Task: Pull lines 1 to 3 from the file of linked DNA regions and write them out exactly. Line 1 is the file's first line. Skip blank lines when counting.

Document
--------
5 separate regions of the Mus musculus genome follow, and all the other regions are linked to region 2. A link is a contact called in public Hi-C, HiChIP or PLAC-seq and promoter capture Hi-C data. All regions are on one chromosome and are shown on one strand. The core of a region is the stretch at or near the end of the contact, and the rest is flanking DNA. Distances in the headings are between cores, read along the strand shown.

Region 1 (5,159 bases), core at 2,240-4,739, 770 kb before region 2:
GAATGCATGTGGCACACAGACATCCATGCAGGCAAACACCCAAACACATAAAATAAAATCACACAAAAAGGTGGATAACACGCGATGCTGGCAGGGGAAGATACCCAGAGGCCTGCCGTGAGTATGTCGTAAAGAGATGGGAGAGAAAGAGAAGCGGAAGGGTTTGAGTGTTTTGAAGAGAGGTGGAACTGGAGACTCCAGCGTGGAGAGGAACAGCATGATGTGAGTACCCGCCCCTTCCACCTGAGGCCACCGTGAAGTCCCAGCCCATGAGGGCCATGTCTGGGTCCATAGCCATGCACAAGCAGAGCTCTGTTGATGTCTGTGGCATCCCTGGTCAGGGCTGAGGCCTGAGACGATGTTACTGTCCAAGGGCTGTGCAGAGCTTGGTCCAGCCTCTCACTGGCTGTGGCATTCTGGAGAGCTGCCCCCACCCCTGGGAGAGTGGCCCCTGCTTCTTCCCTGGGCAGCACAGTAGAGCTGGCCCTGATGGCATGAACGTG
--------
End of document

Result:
5 separate regions of the Mus musculus genome follow, and all the other regions are linked to region 2. A link is a contact called in public Hi-C, HiChIP or PLAC-seq and promoter capture Hi-C data. All regions are on one chromosome and are shown on one strand. The core of a region is the stretch at or near the end of the contact, and the rest is flanking DNA. Distances in the headings are between cores, read along the strand shown.

Region 1 (5,159 bases), core at 2,240-4,739, 770 kb before region 2:
GAATGCATGTGGCACACAGACATCCATGCAGGCAAACACCCAAACACATAAAATAAAATCACACAAAAAGGTGGATAACACGCGATGCTGGCAGGGGAAGATACCCAGAGGCCTGCCGTGAGTATGTCGTAAAGAGATGGGAGAGAAAGAGAAGCGGAAGGGTTTGAGTGTTTTGAAGAGAGGTGGAACTGGAGACTCCAGCGTGGAGAGGAACAGCATGATGTGAGTACCCGCCCCTTCCACCTGAGGCCACCGTGAAGTCCCAGCCCATGAGGGCCATGTCTGGGTCCATAGCCATGCACAAGCAGAGCTCTGTTGATGTCTGTGGCATCCCTGGTCAGGGCTGAGGCCTGAGACGATGTTACTGTCCAAGGGCTGTGCAGAGCTTGGTCCAGCCTCTCACTGGCTGTGGCATTCTGGAGAGCTGCCCCCACCCCTGGGAGAGTGGCCCCTGCTTCTTCCCTGGGCAGCACAGTAGAGCTGGCCCTGATGGCATGAACGTG